“This is new to us. Dr. Harvey is not the biggest expert. He’s probably the best one we have here, but he has never been immersed in preparation or dealing with Ebola before. We’re going to make mistakes. We’re not perfect. What we don’t need is that when we make a little misstep, that it becomes the only story. And the importance of preparing our people for Ebola if it does come here gets lost in the hype and the sensationalism.” – Minister of Information, Sandrea Falconer, October 30, 2014 (Listen to the clip here)


Nope. No reason to panic…AT ALL. I mean, it’s just a little Ebola, we’ll make mistakes. Just try not to let that be the story. Minister Falconer told the nation that in their handling of this, they will (so definitive, too!) make mistakes. Perhaps she doesn’t realize that mistakes, depending on how grave, could be a matter of life and death. How on earth can she expect the nation to entrust its public health to an administration which, instead of reassuring its citizens that it is vigorously researching and pursuing best practices, gives a disclaimer to deflect blame if…no, make that WHEN (she did say “are going to make mistakes”) anything does go wrong?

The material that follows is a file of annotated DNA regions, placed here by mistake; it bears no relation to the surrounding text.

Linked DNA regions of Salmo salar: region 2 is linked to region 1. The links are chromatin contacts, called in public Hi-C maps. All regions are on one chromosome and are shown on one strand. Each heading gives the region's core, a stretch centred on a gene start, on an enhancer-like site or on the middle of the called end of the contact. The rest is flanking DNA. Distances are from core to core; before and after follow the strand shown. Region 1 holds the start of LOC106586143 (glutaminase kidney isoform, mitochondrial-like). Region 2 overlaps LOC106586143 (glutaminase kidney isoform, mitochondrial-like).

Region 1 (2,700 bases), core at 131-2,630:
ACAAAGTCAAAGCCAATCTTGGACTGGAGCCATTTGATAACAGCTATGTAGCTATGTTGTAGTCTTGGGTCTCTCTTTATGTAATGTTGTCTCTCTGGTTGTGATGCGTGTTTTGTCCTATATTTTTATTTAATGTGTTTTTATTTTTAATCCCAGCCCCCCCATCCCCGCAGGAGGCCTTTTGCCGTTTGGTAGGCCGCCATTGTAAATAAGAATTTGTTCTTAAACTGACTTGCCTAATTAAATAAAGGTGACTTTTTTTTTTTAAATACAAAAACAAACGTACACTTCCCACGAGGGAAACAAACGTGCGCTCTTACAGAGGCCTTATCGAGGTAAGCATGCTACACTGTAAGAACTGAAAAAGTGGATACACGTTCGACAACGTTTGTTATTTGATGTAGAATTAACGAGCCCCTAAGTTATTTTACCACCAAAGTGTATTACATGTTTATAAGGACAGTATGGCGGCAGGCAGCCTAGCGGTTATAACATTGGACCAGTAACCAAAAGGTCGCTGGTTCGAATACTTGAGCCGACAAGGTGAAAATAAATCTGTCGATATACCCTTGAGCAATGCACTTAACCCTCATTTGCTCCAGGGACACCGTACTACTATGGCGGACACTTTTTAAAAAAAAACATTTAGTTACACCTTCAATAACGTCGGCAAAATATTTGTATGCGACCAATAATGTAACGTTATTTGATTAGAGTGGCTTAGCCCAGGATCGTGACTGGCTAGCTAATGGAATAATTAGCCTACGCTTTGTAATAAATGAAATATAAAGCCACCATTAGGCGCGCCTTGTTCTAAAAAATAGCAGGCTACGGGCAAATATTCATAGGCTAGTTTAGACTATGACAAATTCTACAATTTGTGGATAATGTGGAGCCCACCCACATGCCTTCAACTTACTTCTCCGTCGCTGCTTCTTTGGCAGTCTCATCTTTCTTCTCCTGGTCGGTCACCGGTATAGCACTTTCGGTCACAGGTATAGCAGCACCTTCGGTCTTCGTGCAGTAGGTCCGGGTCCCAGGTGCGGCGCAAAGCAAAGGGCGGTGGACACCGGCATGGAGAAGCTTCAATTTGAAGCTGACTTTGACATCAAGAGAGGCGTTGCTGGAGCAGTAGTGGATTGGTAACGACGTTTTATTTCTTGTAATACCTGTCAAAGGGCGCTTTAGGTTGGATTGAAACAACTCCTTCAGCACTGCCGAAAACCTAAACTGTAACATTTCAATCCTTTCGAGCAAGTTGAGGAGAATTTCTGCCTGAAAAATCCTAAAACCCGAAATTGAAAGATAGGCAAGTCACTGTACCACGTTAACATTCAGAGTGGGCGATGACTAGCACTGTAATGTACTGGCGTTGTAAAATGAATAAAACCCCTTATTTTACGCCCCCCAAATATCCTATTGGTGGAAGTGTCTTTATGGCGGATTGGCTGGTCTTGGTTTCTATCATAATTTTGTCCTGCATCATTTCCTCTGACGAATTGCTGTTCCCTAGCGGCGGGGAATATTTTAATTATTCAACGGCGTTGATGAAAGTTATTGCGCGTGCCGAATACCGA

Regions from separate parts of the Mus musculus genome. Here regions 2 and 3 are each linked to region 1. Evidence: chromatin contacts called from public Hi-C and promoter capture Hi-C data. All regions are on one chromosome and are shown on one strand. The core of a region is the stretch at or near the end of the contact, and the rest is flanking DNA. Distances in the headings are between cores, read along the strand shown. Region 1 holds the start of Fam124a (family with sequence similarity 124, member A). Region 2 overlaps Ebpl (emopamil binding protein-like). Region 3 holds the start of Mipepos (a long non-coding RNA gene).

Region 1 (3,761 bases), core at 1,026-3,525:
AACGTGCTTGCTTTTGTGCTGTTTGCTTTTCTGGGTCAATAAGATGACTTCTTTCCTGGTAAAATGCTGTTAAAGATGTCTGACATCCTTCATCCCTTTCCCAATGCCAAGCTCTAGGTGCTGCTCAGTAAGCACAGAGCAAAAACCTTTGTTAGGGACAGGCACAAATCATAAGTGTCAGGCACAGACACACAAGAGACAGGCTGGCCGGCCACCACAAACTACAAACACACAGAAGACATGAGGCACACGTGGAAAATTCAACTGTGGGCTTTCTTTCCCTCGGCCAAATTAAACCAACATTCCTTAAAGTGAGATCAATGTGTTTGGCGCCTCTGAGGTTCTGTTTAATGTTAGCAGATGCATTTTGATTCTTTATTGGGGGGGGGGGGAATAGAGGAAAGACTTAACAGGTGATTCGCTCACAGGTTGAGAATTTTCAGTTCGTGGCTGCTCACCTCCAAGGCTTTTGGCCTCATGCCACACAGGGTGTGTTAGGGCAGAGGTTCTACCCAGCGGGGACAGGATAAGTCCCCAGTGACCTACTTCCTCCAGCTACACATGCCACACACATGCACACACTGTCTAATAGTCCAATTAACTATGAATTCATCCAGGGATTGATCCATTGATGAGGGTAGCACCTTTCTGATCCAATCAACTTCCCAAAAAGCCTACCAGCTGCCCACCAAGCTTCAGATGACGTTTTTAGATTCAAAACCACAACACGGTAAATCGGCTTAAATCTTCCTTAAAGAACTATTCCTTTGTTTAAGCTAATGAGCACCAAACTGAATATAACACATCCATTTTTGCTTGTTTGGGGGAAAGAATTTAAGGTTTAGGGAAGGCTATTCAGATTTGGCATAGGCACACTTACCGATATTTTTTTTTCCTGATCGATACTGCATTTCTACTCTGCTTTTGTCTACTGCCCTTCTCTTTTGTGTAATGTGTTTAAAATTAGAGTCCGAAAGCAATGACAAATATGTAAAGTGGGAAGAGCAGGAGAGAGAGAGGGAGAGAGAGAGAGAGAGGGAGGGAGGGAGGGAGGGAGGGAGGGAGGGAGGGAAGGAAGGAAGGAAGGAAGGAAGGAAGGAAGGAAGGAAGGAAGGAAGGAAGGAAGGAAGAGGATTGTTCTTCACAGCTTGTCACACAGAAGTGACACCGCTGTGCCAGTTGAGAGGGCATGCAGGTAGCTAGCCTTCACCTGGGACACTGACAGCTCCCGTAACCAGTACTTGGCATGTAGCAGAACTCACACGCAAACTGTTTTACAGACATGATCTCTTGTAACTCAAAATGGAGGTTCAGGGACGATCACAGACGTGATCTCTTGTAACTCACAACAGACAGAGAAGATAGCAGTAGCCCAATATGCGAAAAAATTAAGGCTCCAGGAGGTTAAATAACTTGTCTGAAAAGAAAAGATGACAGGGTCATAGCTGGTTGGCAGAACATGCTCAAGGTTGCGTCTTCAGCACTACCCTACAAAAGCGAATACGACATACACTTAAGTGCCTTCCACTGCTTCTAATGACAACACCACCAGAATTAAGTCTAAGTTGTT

The messaging is already horribly wrong. Minister Falconer needs to understand that a disclaimer saying “We are going to make mistakes” has NO PLACE in the Ebola response strategy!

But don’t panic. Dr. Ferguson is still Minister of Health, and “Dr. Harvey is not the biggest expert.”


@MizDurie, @THINKJamaica

Roaming…and Wandering



“Poor show great.”

I’ve heard this term used before by our elders. A simplistic meaning is “one pretends to have a lifestyle that far exceeds one’s ability to sustain it.”

More and more I find myself using this term to describe Jamaica. Because how can we possibly explain a nation strapped for cash now having to pay Cabinet Ministers’ cell phone bills in the hundreds of thousands of dollars? Or in one case, in excess of ONE MILLION DOLLARS? Hmmm? Caller? Hello????